Our evangelical sisters and brothers are better at this than we mainline folks are. They will often reference their lives as Before Christ and After Christ, before we took Jesus into our hearts and after we knew Jesus personally. Almost always the precipitating experience was a fall, when who and what they were no longer worked, when the centre no longer held and there was a break. That crack allowed in the light of the Spirit and something new took shape. I like the authenticity, the honesty, of this testimony. My only two quibbles with this way of dealing with the fall are these, 1) the person in question then believes that her/his way of transformation MUST be adopted by everyone, that the path upward for him/her must be our path too. That can be tiring. 2) That what we become as we fall upward does not delegitimate everything about ourselves that happened before the fall. The idea that we suddenly moved from pitch fork to halo is too simple, too tidy and frankly false. Even with illusions to be undone who and what we were before the fall carried with them some very sacred connections. We need to honour that.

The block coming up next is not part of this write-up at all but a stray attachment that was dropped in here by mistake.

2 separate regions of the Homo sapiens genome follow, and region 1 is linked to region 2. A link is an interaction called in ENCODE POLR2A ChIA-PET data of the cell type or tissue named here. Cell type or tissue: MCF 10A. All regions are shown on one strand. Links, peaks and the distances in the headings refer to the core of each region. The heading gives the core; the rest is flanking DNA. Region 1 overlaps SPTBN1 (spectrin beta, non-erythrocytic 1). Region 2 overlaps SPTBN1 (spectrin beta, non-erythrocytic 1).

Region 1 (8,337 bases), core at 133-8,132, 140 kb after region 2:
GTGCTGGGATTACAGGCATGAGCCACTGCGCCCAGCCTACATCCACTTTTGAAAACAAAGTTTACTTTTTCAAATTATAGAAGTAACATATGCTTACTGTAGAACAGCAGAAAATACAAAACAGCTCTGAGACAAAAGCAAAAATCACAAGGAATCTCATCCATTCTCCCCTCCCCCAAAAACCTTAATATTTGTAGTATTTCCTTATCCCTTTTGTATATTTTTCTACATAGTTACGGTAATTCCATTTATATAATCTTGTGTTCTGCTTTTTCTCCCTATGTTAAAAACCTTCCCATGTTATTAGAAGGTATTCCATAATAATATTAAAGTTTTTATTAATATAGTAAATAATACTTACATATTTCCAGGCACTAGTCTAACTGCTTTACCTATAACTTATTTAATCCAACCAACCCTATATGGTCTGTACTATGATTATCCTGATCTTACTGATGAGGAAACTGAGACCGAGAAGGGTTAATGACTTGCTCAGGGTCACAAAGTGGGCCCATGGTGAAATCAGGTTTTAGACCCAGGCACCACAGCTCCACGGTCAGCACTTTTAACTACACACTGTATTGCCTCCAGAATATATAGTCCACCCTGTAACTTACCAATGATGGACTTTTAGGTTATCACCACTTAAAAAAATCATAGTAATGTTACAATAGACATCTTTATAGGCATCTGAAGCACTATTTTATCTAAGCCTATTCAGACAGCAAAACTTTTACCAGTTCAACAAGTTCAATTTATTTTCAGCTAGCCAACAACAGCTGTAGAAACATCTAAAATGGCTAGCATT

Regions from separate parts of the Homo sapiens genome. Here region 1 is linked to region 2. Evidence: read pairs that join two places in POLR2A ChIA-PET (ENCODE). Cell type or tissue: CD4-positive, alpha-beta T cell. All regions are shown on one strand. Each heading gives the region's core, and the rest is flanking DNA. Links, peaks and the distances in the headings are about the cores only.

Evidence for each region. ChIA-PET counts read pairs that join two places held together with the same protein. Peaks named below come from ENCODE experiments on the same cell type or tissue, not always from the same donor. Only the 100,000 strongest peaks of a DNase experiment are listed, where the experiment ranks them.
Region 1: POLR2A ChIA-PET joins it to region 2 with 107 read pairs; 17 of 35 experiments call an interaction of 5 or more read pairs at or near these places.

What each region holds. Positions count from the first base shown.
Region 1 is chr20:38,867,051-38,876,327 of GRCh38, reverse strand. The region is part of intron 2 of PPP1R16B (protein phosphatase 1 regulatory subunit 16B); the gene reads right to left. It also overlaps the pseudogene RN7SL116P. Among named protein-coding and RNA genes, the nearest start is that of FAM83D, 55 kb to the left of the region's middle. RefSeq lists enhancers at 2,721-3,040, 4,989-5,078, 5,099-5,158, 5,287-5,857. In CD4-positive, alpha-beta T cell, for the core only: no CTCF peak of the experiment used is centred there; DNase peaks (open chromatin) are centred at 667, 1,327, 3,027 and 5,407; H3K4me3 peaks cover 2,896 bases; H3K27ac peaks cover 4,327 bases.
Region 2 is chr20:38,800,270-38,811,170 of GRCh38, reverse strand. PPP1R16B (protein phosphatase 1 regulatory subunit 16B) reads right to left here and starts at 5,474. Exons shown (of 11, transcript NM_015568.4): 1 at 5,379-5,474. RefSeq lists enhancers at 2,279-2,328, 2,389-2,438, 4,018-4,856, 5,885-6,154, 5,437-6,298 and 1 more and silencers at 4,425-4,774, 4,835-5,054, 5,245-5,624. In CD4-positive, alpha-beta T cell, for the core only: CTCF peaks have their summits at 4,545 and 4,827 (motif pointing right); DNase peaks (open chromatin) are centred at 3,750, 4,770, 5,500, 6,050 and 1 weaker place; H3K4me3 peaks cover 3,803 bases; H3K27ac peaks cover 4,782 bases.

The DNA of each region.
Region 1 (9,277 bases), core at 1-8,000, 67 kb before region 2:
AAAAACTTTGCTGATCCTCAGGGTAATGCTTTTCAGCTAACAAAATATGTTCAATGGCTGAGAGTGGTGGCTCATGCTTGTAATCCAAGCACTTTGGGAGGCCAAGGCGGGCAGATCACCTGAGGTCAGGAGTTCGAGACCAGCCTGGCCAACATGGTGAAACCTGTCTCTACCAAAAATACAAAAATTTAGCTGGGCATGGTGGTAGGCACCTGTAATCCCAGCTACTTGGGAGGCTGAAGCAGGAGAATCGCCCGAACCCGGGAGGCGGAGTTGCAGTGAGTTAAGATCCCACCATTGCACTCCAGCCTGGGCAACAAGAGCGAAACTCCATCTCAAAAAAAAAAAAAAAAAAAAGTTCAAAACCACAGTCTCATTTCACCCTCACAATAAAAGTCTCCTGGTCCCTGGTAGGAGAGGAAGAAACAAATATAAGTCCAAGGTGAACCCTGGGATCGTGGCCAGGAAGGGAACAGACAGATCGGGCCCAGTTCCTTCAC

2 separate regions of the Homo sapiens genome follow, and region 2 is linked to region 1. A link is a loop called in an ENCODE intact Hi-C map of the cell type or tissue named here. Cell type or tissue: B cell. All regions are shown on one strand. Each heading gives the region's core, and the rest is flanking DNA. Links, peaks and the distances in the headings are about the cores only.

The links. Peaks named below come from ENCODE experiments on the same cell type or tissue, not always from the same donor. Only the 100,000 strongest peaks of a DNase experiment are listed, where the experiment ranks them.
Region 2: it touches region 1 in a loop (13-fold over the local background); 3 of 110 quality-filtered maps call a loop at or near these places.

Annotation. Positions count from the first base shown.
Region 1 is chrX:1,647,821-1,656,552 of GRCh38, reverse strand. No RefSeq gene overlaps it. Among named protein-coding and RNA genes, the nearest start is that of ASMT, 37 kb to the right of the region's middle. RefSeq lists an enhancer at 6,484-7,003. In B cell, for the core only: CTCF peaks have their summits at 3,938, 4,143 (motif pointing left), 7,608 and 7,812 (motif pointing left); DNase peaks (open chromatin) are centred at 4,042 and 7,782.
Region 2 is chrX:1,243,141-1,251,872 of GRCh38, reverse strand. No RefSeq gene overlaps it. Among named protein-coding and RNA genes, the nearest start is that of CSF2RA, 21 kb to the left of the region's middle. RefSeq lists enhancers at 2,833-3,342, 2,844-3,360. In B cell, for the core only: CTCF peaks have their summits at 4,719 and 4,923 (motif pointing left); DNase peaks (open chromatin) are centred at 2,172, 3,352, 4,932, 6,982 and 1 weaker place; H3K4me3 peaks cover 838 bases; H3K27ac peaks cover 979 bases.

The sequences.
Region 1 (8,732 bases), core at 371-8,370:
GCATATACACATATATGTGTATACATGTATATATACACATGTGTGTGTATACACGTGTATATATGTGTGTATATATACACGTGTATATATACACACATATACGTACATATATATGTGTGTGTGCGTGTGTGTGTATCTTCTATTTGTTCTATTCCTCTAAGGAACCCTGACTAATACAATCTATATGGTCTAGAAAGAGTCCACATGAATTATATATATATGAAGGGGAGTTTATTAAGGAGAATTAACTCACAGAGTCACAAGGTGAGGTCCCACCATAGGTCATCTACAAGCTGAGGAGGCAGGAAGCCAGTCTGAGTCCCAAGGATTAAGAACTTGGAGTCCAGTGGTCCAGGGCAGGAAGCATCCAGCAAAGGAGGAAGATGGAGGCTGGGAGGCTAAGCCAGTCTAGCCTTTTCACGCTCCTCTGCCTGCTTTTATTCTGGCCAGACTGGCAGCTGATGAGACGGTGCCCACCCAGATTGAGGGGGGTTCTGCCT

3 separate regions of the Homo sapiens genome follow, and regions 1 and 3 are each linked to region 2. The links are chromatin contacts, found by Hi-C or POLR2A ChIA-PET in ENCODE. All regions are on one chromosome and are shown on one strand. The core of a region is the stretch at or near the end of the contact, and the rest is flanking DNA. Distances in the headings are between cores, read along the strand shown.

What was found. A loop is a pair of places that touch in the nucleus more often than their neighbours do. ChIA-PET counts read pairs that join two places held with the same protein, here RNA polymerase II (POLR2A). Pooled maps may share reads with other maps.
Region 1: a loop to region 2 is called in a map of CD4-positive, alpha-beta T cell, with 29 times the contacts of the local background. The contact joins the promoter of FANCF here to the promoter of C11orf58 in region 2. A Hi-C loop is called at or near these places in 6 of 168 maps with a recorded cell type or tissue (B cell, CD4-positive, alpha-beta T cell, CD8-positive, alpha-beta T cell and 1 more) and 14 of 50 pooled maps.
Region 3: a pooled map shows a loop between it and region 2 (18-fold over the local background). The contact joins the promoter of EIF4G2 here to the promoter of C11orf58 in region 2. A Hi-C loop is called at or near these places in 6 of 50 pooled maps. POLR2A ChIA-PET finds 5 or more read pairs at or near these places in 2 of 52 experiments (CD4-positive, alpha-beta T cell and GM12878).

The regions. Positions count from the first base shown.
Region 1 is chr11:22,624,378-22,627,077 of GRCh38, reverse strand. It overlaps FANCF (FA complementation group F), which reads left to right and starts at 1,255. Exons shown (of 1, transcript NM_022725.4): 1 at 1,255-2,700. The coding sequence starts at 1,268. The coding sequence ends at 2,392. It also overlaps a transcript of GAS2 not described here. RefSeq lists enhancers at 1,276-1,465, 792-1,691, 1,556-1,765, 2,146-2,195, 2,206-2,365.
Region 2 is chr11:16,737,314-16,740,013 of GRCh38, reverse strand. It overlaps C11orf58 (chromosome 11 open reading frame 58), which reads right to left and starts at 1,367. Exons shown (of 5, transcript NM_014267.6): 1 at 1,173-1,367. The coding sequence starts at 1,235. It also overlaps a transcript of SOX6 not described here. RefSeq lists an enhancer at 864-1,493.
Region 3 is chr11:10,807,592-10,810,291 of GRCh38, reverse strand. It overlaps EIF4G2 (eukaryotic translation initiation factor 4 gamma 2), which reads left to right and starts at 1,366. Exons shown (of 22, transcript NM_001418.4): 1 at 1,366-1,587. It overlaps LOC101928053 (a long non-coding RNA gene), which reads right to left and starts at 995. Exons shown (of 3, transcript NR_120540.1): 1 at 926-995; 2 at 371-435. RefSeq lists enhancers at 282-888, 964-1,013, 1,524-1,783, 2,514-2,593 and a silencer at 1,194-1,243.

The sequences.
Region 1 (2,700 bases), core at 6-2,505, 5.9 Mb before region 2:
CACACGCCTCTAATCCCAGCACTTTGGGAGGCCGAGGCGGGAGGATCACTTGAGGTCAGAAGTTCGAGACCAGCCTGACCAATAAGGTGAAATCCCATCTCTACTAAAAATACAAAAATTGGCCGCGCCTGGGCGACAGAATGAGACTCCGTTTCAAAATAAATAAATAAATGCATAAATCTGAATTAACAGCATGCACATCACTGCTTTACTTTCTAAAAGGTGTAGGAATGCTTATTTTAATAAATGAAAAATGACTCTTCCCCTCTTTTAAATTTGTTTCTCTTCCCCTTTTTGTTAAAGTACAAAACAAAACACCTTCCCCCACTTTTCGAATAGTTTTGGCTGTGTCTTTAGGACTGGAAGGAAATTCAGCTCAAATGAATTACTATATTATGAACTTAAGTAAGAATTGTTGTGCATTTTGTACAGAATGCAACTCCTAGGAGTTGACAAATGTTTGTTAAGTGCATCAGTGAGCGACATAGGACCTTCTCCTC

And I should add that taking responsibility for our part in a fall should never be confused with becoming someone who blames him/herself for every challenge life presents. Let’s be clear, people who are assaulted, abused, bullied, are never to be blamed or held responsible for their situation. But let’s be equally clear that there are indeed many falls in our lives where we played at least some part in the circumstances that led to our challenging predicament.
Rohr asks this question, can you remember a time when you experienced a necessary fall: a time of loss, of a job, of your reputation, of your self-image, of a relationship, of a moral failure. Did you own up to it? Did you talk to God about it? What did you learn about yourself, about God, what more about both do you need to learn after this fall?
Rohr uses this phrase, “illusions God has undone” which I found very helpful. For Rohr God can and does work in secret in our souls to undo our illusions. Some of you may have heard of Gerard May’s “Dark Night of the Soul”, an experience where you become aware that in the darkness of a fall there comes a moment for God to make changes.